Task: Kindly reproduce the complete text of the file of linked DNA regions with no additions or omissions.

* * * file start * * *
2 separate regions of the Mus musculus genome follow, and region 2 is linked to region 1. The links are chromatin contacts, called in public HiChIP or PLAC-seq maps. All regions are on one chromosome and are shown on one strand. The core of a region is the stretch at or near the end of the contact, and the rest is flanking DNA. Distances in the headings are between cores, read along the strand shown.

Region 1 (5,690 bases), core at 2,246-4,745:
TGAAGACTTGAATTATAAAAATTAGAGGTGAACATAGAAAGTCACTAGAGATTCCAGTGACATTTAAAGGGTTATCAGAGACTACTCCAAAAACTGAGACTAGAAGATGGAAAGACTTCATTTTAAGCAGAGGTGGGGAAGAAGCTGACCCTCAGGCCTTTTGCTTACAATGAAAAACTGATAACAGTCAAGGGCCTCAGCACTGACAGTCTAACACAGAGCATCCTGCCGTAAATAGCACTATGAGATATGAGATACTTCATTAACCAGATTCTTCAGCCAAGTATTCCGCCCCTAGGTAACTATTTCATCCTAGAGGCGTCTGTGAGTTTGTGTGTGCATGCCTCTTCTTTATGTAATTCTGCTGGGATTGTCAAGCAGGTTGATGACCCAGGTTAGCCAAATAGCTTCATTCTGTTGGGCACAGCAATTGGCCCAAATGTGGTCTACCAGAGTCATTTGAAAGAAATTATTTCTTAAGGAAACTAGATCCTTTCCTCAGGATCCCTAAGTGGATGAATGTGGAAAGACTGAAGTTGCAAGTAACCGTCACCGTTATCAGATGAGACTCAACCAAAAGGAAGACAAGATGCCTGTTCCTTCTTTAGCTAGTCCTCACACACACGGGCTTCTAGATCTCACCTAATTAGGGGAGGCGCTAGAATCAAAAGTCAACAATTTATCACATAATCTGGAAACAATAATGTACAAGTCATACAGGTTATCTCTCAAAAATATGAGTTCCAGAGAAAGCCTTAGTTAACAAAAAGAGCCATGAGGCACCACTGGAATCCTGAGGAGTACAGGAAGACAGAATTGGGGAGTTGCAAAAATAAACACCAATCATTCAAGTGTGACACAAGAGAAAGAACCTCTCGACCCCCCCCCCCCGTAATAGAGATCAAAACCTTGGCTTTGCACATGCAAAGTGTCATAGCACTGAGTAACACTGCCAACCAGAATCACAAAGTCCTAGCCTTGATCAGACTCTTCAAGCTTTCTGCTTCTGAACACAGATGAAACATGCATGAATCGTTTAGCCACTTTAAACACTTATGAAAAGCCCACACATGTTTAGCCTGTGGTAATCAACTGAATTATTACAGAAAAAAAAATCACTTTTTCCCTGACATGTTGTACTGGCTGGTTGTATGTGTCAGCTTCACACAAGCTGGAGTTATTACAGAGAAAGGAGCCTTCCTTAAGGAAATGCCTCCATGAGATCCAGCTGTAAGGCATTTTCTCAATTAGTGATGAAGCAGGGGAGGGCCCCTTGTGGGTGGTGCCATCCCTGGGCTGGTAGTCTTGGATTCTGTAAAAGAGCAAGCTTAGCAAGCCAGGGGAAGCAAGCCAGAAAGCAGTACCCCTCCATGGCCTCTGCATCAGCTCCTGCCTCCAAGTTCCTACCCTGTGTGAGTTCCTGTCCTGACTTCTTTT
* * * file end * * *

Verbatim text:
2 separate regions of the Mus musculus genome follow, and region 2 is linked to region 1. The links are chromatin contacts, called in public HiChIP or PLAC-seq maps. All regions are on one chromosome and are shown on one strand. The core of a region is the stretch at or near the end of the contact, and the rest is flanking DNA. Distances in the headings are between cores, read along the strand shown.

Region 1 (5,690 bases), core at 2,246-4,745:
TGAAGACTTGAATTATAAAAATTAGAGGTGAACATAGAAAGTCACTAGAGATTCCAGTGACATTTAAAGGGTTATCAGAGACTACTCCAAAAACTGAGACTAGAAGATGGAAAGACTTCATTTTAAGCAGAGGTGGGGAAGAAGCTGACCCTCAGGCCTTTTGCTTACAATGAAAAACTGATAACAGTCAAGGGCCTCAGCACTGACAGTCTAACACAGAGCATCCTGCCGTAAATAGCACTATGAGATATGAGATACTTCATTAACCAGATTCTTCAGCCAAGTATTCCGCCCCTAGGTAACTATTTCATCCTAGAGGCGTCTGTGAGTTTGTGTGTGCATGCCTCTTCTTTATGTAATTCTGCTGGGATTGTCAAGCAGGTTGATGACCCAGGTTAGCCAAATAGCTTCATTCTGTTGGGCACAGCAATTGGCCCAAATGTGGTCTACCAGAGTCATTTGAAAGAAATTATTTCTTAAGGAAACTAGATCCTTTCCTCAGGATCCCTAAGTGGATGAATGTGGAAAGACTGAAGTTGCAAGTAACCGTCACCGTTATCAGATGAGACTCAACCAAAAGGAAGACAAGATGCCTGTTCCTTCTTTAGCTAGTCCTCACACACACGGGCTTCTAGATCTCACCTAATTAGGGGAGGCGCTAGAATCAAAAGTCAACAATTTATCACATAATCTGGAAACAATAATGTACAAGTCATACAGGTTATCTCTCAAAAATATGAGTTCCAGAGAAAGCCTTAGTTAACAAAAAGAGCCATGAGGCACCACTGGAATCCTGAGGAGTACAGGAAGACAGAATTGGGGAGTTGCAAAAATAAACACCAATCATTCAAGTGTGACACAAGAGAAAGAACCTCTCGACCCCCCCCCCCCGTAATAGAGATCAAAACCTTGGCTTTGCACATGCAAAGTGTCATAGCACTGAGTAACACTGCCAACCAGAATCACAAAGTCCTAGCCTTGATCAGACTCTTCAAGCTTTCTGCTTCTGAACACAGATGAAACATGCATGAATCGTTTAGCCACTTTAAACACTTATGAAAAGCCCACACATGTTTAGCCTGTGGTAATCAACTGAATTATTACAGAAAAAAAAATCACTTTTTCCCTGACATGTTGTACTGGCTGGTTGTATGTGTCAGCTTCACACAAGCTGGAGTTATTACAGAGAAAGGAGCCTTCCTTAAGGAAATGCCTCCATGAGATCCAGCTGTAAGGCATTTTCTCAATTAGTGATGAAGCAGGGGAGGGCCCCTTGTGGGTGGTGCCATCCCTGGGCTGGTAGTCTTGGATTCTGTAAAAGAGCAAGCTTAGCAAGCCAGGGGAAGCAAGCCAGAAAGCAGTACCCCTCCATGGCCTCTGCATCAGCTCCTGCCTCCAAGTTCCTACCCTGTGTGAGTTCCTGTCCTGACTTCTTTT